Date Approved

7-25-2013

Date Posted

9-17-2013

Degree Type

Open Access Thesis

Degree Name

Master of Science (MS)

Department

Psychology

Committee Member

Flora Hoodin, PhD, Chair

Committee Member

Renee Lajiness-O’Neill, PhD

Committee Member

Karen Saules, PhD

Abstract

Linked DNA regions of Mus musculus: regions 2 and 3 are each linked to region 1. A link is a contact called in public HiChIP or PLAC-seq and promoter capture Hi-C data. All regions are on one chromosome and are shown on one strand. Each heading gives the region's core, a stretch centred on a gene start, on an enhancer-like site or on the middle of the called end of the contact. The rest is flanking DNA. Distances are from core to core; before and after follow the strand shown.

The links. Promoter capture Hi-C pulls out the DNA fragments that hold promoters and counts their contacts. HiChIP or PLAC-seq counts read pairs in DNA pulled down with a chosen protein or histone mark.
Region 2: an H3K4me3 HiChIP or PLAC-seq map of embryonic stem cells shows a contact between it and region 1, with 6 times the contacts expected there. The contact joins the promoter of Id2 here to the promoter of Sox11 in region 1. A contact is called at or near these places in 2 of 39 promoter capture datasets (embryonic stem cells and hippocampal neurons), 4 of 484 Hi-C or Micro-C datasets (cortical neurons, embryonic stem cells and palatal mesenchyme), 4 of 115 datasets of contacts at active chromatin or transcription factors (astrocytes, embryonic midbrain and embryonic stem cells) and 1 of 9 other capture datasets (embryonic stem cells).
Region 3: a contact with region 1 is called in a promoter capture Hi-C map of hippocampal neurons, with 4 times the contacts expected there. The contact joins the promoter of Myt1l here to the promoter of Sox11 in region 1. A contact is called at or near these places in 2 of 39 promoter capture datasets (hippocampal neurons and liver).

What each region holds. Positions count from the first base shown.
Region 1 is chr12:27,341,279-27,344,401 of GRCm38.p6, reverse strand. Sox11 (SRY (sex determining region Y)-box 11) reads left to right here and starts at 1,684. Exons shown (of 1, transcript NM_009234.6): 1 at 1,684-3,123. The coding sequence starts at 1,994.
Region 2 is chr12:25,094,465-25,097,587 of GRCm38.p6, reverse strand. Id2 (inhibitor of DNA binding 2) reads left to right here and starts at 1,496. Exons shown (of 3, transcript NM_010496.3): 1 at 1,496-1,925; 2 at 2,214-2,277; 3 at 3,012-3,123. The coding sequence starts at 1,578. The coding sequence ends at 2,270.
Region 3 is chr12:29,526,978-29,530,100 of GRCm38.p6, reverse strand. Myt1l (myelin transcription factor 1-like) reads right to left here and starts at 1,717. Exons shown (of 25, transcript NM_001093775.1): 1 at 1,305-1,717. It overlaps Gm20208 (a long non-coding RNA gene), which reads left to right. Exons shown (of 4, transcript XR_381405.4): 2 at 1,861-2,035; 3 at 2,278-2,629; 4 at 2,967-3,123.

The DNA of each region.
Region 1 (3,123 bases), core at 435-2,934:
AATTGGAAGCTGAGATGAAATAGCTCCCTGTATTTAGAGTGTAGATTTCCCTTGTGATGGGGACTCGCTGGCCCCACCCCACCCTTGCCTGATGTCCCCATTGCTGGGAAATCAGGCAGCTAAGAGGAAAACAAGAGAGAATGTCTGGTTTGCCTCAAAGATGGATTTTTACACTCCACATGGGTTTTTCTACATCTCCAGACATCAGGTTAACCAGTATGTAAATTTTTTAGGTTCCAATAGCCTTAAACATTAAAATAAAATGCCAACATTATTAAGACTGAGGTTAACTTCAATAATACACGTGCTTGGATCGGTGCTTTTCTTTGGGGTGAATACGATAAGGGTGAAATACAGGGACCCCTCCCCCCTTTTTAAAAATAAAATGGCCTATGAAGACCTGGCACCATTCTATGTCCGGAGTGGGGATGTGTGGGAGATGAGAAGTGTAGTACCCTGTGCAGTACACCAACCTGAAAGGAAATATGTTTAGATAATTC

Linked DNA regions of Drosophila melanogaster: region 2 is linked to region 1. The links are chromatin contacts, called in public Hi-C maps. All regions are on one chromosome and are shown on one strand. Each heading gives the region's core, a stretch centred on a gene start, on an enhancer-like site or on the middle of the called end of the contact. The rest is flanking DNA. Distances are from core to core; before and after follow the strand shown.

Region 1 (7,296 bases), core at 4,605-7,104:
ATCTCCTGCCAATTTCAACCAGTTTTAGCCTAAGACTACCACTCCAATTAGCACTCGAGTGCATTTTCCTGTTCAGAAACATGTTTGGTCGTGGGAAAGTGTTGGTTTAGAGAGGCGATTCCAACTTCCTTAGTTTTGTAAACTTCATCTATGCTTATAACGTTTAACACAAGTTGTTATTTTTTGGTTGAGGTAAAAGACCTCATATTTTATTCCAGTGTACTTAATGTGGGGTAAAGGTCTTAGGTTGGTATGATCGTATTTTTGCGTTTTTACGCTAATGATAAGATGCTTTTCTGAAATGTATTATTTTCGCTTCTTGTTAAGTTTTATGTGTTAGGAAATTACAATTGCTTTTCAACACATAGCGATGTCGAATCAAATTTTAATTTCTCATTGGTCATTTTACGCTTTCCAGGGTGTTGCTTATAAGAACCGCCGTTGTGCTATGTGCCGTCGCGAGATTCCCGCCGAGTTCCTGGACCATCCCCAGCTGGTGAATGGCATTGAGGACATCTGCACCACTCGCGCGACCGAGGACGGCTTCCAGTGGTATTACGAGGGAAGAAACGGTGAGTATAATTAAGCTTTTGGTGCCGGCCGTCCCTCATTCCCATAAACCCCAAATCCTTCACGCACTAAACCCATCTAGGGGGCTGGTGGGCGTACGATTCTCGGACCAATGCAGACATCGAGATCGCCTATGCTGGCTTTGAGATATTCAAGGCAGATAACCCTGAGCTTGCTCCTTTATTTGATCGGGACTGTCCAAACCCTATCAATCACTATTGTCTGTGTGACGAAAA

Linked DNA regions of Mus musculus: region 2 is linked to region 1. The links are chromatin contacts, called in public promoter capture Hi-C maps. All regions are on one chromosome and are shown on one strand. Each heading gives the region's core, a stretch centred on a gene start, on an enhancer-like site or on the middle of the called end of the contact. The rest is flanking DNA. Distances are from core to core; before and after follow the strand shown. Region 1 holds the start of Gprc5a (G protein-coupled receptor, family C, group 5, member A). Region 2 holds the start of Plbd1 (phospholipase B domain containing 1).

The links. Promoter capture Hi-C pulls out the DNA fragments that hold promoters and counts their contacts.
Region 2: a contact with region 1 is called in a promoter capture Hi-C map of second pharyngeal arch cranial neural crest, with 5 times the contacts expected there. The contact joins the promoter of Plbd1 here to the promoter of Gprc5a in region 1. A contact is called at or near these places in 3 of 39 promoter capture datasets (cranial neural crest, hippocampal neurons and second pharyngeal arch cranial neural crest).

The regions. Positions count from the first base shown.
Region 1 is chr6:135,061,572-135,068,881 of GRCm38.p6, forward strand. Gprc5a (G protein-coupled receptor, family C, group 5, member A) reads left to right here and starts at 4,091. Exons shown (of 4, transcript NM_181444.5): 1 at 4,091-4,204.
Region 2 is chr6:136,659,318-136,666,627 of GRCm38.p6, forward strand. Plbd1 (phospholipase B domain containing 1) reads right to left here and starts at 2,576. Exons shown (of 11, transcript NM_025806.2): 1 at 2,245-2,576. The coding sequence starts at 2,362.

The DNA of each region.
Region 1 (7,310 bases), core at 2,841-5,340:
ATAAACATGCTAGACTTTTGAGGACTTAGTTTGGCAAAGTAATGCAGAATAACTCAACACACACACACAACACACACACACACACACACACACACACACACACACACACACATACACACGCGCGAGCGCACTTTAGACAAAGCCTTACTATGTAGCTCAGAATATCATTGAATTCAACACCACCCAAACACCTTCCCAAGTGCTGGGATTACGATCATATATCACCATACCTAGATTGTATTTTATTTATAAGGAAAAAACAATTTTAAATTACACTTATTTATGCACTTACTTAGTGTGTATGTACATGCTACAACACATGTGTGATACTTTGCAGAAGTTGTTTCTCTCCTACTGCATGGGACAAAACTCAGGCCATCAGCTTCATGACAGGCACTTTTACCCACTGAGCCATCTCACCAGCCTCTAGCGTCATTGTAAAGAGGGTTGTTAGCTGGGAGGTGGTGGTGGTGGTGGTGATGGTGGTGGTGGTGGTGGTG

A small literature has documented cognitive deficits in adult hematopoietic cell transplant (HCT) survivors across the transplant trajectory, primarily occurring in memory, executive function, attention, and processing speed. Although HCT-associated cognitive decline occurring within one year of transplantation is well documented, only two studies have longitudinally investigated cognitive function in HCT survivors beyond one year. Furthermore, studies demonstrating neuropsychological decline have made use of numerous measures and varying impairment criteria, making the compilation of findings across studies challenging. Another difficulty with the current literature base is the use of traditional neuropsychological tests that are susceptible to practice effects and thus may be inappropriate for repeated assessment at short intervals. The present study aimed to evaluate the construct and criterion validity of the Adapted CogState Brief Battery, a computerized measure that has demonstrated construct and criterion validity in medical populations with minimal practice effects and takes nominal time to administer. Participants were HCT survivors (n = 20) and their spousal partners (n = 20). They completed two brief neuropsychological batteries: CogState and traditional, counterbalanced to obviate order effects. Overall, relationships between CogState and traditional neuropsychological tasks were weaker than predicted, although some task relationships trended toward significance in predicted directions. Further, the battery demonstrated poor criterion validity in that most tasks did not discern HCT survivors from healthy spousal partners, with the exception of Identify, which identified worse performance in HCT survivors. In general, results showed promise for the use of various CogState tasks as screening tools for evaluating cognitive change over time. Future research evaluating the efficacy of CogState and traditional measures of neuropsychological function in HCT survivors is warranted.

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